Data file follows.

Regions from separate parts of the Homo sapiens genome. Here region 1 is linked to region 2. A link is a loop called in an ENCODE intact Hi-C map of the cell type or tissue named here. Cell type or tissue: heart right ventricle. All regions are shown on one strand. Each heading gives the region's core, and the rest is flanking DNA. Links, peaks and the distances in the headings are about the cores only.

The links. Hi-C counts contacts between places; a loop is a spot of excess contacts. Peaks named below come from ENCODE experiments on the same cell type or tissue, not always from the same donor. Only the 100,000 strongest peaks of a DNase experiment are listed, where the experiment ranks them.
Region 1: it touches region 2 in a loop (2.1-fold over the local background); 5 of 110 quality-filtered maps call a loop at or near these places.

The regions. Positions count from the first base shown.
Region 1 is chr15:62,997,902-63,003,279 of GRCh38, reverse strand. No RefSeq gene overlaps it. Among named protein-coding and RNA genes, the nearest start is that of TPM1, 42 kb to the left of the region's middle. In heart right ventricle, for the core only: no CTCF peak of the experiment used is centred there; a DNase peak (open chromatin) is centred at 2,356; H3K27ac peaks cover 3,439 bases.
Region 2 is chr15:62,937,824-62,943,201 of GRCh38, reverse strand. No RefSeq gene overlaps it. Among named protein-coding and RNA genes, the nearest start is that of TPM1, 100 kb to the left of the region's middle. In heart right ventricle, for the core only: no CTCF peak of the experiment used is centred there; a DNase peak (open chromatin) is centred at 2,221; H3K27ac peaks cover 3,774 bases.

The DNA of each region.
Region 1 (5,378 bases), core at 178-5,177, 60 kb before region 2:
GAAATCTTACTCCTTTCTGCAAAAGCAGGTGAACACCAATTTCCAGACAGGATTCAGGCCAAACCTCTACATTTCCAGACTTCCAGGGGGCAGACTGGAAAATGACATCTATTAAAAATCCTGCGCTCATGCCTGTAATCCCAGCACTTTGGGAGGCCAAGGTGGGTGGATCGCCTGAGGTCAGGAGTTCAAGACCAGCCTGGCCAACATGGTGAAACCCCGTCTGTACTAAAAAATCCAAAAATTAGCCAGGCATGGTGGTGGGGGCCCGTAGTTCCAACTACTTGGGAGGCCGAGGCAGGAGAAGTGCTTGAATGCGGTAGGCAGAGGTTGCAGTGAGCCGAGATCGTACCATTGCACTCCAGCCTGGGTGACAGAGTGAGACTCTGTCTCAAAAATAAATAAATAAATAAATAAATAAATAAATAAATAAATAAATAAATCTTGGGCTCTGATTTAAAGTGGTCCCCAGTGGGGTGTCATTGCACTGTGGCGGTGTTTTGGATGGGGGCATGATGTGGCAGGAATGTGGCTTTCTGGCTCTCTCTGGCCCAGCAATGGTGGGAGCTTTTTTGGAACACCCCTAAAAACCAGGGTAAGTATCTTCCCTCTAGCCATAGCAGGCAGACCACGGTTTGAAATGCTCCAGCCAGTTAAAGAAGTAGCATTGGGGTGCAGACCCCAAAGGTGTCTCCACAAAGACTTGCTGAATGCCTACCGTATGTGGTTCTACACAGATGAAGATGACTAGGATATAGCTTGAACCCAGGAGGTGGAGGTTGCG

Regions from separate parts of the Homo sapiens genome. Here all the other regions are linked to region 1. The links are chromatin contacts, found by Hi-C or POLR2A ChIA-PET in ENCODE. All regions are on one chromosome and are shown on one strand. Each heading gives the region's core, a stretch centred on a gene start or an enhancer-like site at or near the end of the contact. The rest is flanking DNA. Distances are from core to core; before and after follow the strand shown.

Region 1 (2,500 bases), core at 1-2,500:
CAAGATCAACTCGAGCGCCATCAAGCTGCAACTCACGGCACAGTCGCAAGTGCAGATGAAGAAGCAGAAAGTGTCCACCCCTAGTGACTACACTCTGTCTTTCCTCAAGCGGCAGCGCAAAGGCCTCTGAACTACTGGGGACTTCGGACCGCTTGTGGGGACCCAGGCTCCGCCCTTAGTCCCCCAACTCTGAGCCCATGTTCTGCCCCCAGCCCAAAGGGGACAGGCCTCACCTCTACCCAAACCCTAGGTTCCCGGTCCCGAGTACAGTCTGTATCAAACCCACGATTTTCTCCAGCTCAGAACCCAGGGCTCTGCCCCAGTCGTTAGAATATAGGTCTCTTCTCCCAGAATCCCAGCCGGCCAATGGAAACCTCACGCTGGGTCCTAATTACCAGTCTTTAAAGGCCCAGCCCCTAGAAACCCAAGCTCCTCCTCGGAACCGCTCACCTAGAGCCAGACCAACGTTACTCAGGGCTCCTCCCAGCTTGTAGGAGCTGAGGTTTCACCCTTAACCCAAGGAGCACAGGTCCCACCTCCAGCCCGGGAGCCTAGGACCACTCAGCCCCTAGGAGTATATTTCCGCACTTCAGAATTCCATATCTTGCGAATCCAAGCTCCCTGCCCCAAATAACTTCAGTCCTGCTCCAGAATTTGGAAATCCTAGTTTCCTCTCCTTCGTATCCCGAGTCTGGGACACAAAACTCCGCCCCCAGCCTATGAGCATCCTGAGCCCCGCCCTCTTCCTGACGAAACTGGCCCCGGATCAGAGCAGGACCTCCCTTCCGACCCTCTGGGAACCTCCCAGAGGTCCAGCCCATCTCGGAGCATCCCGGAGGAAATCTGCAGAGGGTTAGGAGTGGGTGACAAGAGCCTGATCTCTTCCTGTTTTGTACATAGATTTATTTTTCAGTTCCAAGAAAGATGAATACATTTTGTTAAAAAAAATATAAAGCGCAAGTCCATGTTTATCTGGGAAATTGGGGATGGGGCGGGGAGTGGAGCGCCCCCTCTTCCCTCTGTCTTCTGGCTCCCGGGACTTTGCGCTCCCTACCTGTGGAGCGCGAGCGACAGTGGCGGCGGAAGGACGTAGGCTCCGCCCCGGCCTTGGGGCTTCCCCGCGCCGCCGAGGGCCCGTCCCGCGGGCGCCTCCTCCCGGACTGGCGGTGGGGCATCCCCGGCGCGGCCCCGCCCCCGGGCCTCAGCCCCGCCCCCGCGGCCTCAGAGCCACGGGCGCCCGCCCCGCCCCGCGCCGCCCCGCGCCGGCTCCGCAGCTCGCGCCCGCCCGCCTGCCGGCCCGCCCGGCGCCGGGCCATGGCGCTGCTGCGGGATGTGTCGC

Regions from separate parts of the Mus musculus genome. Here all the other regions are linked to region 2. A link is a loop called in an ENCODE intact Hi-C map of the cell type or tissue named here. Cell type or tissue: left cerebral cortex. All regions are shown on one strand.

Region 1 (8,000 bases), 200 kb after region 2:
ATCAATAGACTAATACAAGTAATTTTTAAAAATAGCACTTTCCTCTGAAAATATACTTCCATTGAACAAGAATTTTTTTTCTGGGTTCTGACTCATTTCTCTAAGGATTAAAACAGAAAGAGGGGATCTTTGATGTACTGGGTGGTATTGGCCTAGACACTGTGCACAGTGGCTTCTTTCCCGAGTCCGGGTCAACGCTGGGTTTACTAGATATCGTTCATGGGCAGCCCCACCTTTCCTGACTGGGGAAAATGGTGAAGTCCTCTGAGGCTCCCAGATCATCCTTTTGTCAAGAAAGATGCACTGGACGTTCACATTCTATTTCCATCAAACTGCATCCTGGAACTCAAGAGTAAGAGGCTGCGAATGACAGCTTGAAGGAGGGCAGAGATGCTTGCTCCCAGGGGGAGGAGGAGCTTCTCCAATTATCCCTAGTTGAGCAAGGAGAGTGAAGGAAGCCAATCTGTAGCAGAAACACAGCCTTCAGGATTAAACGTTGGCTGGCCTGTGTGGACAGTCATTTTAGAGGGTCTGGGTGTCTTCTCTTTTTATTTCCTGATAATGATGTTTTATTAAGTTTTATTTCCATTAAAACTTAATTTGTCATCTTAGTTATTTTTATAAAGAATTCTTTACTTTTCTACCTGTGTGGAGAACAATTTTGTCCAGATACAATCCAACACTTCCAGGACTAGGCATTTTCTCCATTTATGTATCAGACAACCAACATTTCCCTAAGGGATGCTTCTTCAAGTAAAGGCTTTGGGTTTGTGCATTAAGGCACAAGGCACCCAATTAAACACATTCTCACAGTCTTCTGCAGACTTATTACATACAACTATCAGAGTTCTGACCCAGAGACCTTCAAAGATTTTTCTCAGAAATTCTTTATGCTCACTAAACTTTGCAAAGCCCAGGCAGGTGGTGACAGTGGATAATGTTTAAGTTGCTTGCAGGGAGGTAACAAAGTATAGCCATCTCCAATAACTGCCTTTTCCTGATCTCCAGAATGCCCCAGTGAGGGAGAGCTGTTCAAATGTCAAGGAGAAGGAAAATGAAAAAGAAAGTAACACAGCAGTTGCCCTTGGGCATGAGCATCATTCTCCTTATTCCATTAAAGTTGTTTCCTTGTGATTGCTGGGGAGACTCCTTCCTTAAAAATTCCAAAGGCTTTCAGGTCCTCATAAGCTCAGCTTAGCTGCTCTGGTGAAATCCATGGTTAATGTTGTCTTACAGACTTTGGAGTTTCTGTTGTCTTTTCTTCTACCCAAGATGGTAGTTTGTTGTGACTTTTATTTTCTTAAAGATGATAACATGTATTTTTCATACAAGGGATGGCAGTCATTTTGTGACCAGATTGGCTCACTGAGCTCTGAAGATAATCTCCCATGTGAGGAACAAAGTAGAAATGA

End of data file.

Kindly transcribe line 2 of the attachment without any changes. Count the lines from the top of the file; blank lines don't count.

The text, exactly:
The links. Hi-C counts contacts between places; a loop is a spot of excess contacts. Peaks named below come from ENCODE experiments on the same cell type or tissue, not always from the same donor. Only the 100,000 strongest peaks of a DNase experiment are listed, where the experiment ranks them.